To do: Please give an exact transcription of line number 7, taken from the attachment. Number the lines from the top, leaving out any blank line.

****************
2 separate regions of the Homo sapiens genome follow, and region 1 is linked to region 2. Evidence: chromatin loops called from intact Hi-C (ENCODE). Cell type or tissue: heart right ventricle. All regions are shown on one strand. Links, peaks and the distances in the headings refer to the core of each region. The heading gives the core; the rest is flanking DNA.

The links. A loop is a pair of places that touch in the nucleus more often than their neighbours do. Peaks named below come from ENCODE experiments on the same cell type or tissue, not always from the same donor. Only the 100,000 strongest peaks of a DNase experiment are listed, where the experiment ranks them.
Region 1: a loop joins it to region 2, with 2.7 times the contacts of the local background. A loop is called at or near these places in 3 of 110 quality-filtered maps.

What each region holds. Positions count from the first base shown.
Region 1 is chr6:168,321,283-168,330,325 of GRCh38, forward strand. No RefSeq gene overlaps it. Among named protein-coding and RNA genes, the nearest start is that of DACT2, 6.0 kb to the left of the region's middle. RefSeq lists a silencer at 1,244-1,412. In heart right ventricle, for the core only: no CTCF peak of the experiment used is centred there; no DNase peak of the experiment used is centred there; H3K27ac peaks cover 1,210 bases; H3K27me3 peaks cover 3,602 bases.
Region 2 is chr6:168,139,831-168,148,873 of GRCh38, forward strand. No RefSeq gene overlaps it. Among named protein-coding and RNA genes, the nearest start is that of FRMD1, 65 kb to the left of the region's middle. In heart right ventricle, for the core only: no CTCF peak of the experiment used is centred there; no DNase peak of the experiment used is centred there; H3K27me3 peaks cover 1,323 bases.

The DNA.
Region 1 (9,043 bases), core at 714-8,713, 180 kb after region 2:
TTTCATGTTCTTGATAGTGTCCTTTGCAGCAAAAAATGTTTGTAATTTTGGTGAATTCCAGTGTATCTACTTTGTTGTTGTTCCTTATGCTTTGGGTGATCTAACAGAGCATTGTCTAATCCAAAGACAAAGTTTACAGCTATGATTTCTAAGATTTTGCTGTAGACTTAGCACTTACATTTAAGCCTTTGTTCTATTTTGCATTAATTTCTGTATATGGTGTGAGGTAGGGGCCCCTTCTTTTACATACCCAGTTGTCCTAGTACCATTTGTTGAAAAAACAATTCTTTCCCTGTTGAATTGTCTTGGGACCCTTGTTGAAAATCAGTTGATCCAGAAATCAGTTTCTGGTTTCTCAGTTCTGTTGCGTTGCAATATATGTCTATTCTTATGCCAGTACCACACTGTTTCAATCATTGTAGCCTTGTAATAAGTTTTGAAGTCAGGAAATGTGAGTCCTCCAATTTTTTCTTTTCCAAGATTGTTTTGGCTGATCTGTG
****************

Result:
The DNA.